How to ask your family and friends to invest in your business?
The Executive Headlines
Asking for help is one thing; asking for financial help is another beast all its own. Yet many small businesses and startups turn to family and friends to help fund their company.
Many entrepreneurs bootstrap or self-finance their business. But that doesn’t mean every founder saves up their own money, opens a line of credit, or seeks a bank loan. For some, it makes sense to ask friends and family for financial support.
1. Be professional
Above all, treat your friends the same way you would treat a professional or angel investor. It doesn’t matter if they are your drinking buddies or if you have known them since grade school. Separate your personal life from your business life. And when it comes to business, treat your friends professionally – without exception. This should set the tone for the rest of the professional relationship.
2. Be honest
Create an investor’s presentation and give them an honest appraisal of the business. Make sure they understand the benefits and the risks of investing in your business – including the risk that the business could fail and they could lose all their money. This last point is key. However, many entrepreneurs avoid saying it because it’s uncomfortable. Take the time to develop an accurate business plan and show them realistic sales forecasts.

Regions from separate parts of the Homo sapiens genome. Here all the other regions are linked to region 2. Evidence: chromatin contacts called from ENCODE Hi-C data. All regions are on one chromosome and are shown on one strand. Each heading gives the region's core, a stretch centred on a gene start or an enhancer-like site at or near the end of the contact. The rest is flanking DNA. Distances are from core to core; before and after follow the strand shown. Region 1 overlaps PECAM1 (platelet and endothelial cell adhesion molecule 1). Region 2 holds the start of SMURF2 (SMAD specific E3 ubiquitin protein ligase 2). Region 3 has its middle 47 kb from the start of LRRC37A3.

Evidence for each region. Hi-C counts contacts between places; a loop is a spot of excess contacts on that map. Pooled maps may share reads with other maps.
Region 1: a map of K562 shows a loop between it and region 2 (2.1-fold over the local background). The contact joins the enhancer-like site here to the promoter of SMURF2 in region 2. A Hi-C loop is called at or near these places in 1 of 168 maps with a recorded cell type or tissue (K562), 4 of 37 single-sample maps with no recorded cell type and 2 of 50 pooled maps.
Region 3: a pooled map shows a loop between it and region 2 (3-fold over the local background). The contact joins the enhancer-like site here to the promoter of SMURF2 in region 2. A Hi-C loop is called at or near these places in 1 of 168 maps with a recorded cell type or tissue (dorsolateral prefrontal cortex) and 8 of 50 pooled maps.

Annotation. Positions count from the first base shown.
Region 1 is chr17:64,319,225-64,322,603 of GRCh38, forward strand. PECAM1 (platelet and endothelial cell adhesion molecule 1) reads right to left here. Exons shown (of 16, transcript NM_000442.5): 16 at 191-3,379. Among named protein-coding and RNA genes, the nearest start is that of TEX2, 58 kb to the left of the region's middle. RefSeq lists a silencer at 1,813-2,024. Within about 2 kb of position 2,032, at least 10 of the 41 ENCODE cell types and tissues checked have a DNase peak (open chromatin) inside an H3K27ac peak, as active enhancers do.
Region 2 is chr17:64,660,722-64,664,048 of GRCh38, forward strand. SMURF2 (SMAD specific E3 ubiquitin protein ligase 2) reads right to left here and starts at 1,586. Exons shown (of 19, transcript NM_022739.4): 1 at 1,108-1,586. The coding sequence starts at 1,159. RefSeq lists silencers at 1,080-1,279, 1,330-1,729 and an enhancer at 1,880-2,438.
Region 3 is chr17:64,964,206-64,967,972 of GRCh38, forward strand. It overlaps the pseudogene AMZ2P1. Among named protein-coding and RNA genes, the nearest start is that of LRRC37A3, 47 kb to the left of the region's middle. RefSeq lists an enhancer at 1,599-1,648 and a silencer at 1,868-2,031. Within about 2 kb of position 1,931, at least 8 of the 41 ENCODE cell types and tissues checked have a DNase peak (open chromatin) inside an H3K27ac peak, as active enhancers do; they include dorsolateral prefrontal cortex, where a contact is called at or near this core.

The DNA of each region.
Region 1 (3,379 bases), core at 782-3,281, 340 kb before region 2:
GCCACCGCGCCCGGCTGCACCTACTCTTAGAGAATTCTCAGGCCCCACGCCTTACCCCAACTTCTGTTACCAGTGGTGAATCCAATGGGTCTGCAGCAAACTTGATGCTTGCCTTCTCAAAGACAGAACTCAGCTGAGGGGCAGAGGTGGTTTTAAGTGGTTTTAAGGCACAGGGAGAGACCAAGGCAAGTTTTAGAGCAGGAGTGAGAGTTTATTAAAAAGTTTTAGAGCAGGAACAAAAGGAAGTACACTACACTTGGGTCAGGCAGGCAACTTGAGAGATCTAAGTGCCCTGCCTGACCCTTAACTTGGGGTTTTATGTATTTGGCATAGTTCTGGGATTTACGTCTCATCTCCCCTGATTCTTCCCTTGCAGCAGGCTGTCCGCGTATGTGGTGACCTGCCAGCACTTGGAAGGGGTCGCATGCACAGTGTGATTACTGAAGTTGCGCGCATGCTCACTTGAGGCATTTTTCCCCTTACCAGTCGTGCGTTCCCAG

3. Make them aware of the risk to avoid misunderstandings
An important part of maintaining a good relationship with an investor is being honest - with yourself and with them - as every business plan involves a certain level of risk. Sometimes the emotion and the commitment for the correct operation can cloud the conversations and avoid touching the point of what the investor should expect and even how long it will take to obtain results.
4. Ask for the minimum and not the maximum
Every entrepreneur likes to have a million dollars in funding to “get it right” and build the company of our dreams. However, you must be aware that your chances of finding someone who will give you a lot to start with are minimal. It is better to start working with some money and start developing the project for three or four months and show what you can do, and then later ask for more.
5. Have a solid business plan
Whether you’re asking your best friend or going to the Bank of Mom and Dad, you need to treat the discussion like you would with a banker. You wouldn’t get a bank loan without a business plan, and you shouldn’t expect your family and friends to invest in your company without one either. Your business plan should include your financials, milestones, and metrics that make it clear how you plan to make your venture profitable.
6. Honor your commitments
Once you have an executed financing agreement, follow it to the dot without exception. Meet all contractual expectations and make all loan payments on time.
7. Provide regular updates
Consider providing your investors with a regular update on your business. You will have to keep them up to date anyway, so it’s best if you formalize this process. Use a prearranged schedule, such as every quarter or twice a year. Formalizing this step also helps ensure that you give each and every investor the same information.